SEBRING - This summer, the rules will change for three Highlands County traffic circles.
There were two problems, said County Engineer Ramon Gavarrete: the first was that northern drivers were used to the traffic circle controlling the right of way.
"They come to this county and found out, sometimes the hard way, that the traffic circles do not operate here the way they do everywhere else," Gavarrete said.
The second problem was more complex: in downtown Sebring, circle drivers have the right of way. In Lake Placid and the two Sun N' Lake circles, the thoroughfares controlled the right of way.
"It's very simple," said SNL improvement district General Manager Mike Wright. "They're going to a traditional circle pattern where entering cars yield to cars in the circle. Ramon suggested and the Board of Supervisors agreed."
"The circle has to have the right of way," Gavarrete said. "Yield to the traffic in the circle. You can move a lot more traffic that way."
"We've had a few people complain. I've lived here 40 years. I didn't have a preference one way or the other," said Lake Placid Mayor John Holbrook. "We're just getting consistent with Sebring."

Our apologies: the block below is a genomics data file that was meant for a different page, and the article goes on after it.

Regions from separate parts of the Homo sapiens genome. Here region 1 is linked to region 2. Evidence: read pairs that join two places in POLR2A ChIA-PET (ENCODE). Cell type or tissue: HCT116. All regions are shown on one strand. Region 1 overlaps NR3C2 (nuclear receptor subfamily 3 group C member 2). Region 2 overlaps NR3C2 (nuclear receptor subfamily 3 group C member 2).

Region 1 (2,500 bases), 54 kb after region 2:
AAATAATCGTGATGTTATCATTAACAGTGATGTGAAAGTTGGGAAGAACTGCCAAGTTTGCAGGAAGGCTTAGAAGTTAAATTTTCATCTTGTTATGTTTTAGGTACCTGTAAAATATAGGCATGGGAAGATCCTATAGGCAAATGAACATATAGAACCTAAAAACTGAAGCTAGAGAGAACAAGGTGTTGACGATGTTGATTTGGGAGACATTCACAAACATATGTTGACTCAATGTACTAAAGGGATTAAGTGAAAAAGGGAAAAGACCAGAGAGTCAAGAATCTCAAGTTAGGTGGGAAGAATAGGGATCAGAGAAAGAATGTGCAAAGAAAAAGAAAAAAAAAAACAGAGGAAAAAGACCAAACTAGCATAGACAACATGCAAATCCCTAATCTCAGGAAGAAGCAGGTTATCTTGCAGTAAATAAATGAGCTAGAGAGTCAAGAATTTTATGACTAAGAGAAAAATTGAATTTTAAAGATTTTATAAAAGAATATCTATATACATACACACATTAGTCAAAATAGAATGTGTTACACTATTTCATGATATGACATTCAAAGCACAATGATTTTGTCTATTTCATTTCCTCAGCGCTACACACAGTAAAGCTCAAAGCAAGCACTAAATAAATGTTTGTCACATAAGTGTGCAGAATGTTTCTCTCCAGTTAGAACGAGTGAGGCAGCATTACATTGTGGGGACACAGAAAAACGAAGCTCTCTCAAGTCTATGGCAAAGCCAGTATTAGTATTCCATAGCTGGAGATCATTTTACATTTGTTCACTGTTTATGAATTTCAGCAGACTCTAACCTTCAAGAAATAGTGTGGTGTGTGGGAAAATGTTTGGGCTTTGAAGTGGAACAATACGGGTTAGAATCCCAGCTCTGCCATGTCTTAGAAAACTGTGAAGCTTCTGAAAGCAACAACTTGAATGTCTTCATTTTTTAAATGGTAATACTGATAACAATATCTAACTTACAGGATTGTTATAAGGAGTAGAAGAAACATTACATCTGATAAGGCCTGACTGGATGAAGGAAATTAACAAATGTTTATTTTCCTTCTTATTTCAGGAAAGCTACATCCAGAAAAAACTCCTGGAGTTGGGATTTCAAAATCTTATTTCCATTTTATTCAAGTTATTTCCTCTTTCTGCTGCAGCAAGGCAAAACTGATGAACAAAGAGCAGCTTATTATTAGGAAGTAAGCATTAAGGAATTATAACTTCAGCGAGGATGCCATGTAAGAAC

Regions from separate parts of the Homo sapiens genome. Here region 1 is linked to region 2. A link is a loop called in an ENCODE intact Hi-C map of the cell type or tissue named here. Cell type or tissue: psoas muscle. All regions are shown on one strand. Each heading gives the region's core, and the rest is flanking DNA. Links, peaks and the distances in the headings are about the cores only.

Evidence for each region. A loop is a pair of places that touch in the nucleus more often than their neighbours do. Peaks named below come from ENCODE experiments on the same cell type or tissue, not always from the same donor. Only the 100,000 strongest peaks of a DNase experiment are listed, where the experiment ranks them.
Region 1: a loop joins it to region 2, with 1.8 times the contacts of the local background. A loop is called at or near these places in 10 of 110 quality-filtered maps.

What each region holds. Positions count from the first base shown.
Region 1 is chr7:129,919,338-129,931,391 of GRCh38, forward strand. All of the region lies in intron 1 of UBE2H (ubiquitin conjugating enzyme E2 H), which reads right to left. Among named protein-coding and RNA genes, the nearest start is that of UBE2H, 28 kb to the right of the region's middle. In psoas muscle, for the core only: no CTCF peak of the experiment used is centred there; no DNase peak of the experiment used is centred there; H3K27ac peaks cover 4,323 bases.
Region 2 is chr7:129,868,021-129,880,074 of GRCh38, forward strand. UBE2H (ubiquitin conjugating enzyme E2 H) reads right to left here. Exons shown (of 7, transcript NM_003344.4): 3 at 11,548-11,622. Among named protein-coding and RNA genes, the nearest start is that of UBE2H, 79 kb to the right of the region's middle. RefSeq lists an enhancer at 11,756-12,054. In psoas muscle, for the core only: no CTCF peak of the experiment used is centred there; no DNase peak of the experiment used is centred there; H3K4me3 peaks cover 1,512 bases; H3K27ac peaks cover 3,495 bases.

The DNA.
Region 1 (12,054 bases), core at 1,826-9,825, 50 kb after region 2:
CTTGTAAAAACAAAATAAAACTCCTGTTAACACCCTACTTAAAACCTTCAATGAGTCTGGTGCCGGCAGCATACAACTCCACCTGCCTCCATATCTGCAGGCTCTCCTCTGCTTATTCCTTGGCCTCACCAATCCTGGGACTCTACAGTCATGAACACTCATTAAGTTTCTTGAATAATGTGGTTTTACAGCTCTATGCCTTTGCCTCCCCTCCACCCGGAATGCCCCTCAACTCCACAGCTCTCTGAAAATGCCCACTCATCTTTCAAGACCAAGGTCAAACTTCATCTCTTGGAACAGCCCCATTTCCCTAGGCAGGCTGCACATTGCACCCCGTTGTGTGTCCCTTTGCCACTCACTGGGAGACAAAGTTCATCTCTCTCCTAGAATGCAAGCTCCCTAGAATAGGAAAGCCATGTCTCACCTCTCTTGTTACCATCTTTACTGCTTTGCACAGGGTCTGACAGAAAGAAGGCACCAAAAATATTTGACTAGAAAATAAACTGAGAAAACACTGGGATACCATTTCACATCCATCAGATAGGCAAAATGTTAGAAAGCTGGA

The traffic pattern in downtown Sebring changed in March 2006 when the Florida Department of Transportation removed yield signs on the circle in favor of signs on the spoke streets.
"The reason to get on the circle is to get off the circle, so you should have the right of way," Sebring Mayor George Hensley said at the time. "Constantly, drivers would go around the circle and weren't looking for the yield signs, which (were) on the left."
Road work has already commenced in Lake Placid, Holbrook said. "We hope it will help with the school buses and the school crossing guard there on West Interlake. They're widening and putting in turn lanes west to Tangerine."
After construction is finished at the end of summer, the yield and stop signs will change, Gavarrete said.
The cost is minimal, Gavarrete said: $150 per sign, and 30 cents per liner foot for striping.
"But this will make it safer and more efficient," Gavarrete said.